That being said, this is a difficult book, in certain ways. I can see why it might appear to be sprawling and slightly lacking in direction. It's not (I would probably even want to quarrel with Berlin over just how directly he thinks Romanticism points us towards liberalism, but that's not really important here). Berlin is a historical thinker (something very different than a historian of philosophy), and his references can be fairly difficult to keep up with (especially if you're really trying to pay attention to how they all fit together). But he's also a good enough writer that you can fake your way through any of the stuff you're not entirely grounded in yet.

Isiah Berlin is an important philosopher--one who gets glossed over all too often (and he's a philosopher who calls our attention to other philosophers who get glossed over all too often). He's fun to read, and that's more important than people tend to realize or admit.
Read more ›
1 Comment Was this review helpful to you? Yes No Sending feedback...
Thank you for your feedback. If this review is inappropriate, please let us know.
Sorry, we failed to record your vote. Please try again
Format: Paperback
Romanticism, `the largest recent movement to transform the lives and the thought of the Western world', was a reaction to the 18th century Enlightenment view that we could in some way stand apart from the world and analyse it, get to know it and ultimately control it through rational argument, logic, mathematics and science. This positivist view, held by the philosophes of 18th century France, was overturned by the French Revolution and the Lisbon earthquake, events that proved conclusively that this was not, after all, the best of all possible worlds, as Leibniz had claimed. In the Roots of Romanticism, which is a transcript of six lectures delivered in Washington in 1965, Isaiah Berlin traces the roots and fruits of a movement which gave rise to a way of viewing the world that many now take for granted.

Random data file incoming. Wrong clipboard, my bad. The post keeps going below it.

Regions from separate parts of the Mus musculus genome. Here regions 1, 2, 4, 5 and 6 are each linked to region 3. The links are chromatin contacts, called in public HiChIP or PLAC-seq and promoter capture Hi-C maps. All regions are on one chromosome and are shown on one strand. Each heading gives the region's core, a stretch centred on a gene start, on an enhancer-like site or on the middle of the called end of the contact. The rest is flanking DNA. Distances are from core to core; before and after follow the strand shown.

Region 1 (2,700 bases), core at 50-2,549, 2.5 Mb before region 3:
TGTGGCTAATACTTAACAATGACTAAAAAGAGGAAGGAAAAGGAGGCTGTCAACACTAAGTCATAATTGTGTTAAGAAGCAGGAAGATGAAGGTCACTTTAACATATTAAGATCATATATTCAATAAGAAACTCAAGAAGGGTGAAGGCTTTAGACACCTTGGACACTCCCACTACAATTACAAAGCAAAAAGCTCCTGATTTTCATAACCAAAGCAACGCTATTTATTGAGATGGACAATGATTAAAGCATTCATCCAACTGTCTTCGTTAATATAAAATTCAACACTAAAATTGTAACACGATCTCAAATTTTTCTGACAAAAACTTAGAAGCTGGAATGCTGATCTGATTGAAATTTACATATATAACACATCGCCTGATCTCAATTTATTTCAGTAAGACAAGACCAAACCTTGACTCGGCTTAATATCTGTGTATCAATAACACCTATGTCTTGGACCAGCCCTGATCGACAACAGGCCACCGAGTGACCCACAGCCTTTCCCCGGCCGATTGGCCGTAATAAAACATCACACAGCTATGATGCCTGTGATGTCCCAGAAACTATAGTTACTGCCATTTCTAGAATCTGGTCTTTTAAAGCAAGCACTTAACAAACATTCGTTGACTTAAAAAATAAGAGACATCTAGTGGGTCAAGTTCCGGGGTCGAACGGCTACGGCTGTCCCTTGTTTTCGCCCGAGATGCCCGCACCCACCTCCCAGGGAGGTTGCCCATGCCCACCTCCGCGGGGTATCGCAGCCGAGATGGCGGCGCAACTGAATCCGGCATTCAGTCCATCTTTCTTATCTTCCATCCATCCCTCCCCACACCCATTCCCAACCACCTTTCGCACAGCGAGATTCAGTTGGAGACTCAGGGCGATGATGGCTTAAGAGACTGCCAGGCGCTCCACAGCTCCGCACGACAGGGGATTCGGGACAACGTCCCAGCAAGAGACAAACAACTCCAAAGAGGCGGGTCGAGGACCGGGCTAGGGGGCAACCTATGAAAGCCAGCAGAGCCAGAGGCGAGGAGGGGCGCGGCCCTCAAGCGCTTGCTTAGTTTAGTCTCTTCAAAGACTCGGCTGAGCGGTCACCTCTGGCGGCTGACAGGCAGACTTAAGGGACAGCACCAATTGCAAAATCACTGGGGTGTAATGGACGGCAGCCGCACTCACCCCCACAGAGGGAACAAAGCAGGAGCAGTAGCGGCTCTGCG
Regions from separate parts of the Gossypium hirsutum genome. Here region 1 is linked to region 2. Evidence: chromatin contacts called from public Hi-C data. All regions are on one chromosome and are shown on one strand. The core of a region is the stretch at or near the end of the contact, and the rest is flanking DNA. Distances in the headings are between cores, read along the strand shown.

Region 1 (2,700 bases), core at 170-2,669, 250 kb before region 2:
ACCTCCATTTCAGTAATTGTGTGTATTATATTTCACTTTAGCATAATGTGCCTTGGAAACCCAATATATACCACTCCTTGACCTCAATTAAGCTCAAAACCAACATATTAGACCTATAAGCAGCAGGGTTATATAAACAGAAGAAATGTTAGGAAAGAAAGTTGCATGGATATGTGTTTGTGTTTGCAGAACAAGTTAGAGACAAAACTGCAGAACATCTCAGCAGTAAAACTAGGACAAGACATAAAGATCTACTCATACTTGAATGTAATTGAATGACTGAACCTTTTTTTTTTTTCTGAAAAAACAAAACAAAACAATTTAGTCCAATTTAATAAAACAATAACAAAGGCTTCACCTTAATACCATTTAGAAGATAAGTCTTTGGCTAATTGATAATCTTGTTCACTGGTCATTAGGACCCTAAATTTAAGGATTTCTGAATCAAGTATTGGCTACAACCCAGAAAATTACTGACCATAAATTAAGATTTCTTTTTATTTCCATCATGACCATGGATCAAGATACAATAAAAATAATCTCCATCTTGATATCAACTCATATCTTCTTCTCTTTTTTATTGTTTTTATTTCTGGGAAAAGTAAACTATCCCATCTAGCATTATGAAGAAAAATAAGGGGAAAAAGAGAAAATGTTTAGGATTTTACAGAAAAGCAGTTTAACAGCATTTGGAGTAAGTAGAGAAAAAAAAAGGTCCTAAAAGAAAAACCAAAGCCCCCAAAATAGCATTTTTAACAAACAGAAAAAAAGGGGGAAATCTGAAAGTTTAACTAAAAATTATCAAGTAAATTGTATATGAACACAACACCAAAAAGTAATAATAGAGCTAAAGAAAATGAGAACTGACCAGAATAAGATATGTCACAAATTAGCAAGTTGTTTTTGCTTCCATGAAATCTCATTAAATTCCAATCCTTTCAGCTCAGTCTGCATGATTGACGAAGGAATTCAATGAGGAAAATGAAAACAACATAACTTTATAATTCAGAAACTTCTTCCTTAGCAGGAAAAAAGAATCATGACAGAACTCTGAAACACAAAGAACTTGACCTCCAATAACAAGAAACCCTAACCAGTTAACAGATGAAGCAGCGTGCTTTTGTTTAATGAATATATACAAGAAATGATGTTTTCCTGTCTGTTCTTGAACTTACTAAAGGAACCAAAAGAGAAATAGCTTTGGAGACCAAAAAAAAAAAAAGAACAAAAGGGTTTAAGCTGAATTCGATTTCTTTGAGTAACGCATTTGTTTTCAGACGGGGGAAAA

The author's scholarship and grasp of his subject is masterful. This is a book that every student of 19th and 20th century art, history and philosophy must read. In the space of 118 pages, Isaiah Berlin knits together, in a readable and at times entertaining way, the complicated pattern of views held by the German and British romanticists, and shows the lasting effects of those views.

If the book has one fault it is the fact that Berlin gives so little weight to the influence of Spinoza's philosophy. In Spinoza, opponents of the Enlightenment found not merely a set of counter-arguments to the positivist view that the universe could be described in mathematical terms, but a comprehensive system that cohered with reason, logic and all the evidence of common sense and experience.

In Germany, the mechanistic world view was effectively eclipsed by the view, first expressed by Spinoza in his Ethics, that God and Nature were one and the same thing.
Read more ›
Comment Was this review helpful to you? Yes No Sending feedback...
Thank you for your feedback. If this review is inappropriate, please let us know.
Sorry, we failed to record your vote. Please try again

Most Recent Customer Reviews

What Other Items Do Customers Buy After Viewing This Item?

Want to discover more products? Check out this page to see more: a. w. mellon lectures in the fine arts